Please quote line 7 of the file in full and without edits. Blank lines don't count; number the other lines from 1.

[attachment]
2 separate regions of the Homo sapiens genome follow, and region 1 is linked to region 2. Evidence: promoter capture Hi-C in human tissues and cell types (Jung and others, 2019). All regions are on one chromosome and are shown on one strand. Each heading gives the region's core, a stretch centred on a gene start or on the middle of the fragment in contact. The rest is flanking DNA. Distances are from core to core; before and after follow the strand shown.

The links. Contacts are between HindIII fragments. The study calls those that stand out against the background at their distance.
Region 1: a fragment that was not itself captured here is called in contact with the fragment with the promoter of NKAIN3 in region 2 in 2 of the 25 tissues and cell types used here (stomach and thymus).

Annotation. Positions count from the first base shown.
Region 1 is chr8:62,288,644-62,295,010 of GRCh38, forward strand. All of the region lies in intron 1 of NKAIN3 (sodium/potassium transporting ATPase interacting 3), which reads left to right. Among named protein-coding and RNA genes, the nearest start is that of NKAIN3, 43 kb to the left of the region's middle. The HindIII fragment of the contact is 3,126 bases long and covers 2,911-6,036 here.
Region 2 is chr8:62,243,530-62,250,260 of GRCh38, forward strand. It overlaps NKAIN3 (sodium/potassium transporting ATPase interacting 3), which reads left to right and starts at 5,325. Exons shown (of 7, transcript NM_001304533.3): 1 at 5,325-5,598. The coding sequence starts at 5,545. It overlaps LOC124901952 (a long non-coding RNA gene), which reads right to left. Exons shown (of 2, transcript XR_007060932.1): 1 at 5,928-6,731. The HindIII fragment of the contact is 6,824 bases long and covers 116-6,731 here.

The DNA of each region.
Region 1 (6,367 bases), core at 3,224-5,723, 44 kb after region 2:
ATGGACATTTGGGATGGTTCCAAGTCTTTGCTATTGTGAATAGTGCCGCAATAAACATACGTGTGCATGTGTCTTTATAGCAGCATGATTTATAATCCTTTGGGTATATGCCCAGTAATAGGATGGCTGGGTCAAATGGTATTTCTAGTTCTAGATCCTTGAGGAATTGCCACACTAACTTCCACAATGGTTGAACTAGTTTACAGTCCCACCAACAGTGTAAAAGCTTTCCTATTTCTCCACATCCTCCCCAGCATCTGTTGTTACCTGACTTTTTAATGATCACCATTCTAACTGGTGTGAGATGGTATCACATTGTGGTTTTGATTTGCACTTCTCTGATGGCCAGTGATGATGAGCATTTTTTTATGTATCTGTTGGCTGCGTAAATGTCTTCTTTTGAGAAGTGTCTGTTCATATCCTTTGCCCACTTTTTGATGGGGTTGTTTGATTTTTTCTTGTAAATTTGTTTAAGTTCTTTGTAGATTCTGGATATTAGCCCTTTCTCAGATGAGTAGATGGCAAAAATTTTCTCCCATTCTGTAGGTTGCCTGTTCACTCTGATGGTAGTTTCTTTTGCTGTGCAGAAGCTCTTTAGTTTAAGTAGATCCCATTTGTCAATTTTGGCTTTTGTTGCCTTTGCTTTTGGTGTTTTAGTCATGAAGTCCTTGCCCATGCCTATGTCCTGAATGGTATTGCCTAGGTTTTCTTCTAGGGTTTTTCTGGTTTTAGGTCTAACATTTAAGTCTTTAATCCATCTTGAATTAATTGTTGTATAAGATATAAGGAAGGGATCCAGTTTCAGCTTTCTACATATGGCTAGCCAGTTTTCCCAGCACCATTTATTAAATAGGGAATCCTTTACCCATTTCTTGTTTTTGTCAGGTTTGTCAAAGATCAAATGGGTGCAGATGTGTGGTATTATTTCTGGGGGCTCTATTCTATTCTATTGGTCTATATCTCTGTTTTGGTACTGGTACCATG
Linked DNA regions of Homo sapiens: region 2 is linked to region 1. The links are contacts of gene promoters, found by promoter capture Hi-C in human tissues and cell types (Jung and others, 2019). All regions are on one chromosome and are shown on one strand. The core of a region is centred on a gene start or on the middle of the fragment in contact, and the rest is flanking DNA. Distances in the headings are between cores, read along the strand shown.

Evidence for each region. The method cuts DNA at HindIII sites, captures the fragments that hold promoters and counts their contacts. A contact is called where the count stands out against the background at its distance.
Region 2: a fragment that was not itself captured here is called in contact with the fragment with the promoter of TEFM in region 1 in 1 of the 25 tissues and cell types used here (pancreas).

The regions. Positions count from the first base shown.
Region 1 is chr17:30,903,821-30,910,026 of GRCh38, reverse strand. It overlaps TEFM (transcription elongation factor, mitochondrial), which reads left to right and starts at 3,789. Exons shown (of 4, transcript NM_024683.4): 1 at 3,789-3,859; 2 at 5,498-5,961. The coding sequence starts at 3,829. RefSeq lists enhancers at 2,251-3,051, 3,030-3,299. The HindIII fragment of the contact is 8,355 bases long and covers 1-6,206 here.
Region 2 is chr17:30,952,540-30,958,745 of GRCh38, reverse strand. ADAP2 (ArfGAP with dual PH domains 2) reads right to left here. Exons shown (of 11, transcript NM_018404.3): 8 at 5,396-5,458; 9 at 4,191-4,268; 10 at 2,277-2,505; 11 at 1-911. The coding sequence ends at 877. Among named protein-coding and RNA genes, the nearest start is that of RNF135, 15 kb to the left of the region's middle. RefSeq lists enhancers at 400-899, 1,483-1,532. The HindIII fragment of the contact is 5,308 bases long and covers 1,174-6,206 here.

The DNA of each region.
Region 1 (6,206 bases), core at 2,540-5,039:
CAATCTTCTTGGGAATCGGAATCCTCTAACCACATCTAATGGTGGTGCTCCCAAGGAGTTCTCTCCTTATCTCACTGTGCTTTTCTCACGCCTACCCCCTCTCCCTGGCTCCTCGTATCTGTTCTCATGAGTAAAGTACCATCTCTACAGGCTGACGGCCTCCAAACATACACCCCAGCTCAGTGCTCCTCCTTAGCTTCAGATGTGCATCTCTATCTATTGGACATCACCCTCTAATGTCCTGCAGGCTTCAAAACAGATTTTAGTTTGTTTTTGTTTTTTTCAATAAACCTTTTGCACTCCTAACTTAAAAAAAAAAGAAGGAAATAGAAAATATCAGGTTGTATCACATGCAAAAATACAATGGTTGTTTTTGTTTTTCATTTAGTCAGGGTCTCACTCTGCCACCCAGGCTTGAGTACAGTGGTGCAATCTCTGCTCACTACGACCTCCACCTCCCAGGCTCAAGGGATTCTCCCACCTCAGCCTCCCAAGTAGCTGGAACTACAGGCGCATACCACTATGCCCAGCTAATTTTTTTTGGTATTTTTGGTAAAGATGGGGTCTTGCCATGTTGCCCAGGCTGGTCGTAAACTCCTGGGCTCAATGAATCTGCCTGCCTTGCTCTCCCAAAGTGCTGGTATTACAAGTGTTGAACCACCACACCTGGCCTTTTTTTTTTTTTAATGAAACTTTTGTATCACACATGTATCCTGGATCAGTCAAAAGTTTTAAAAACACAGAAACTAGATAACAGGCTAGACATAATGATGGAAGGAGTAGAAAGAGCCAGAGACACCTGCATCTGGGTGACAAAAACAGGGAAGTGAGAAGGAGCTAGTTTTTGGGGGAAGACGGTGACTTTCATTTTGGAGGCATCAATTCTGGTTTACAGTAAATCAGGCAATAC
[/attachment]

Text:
The DNA of each region.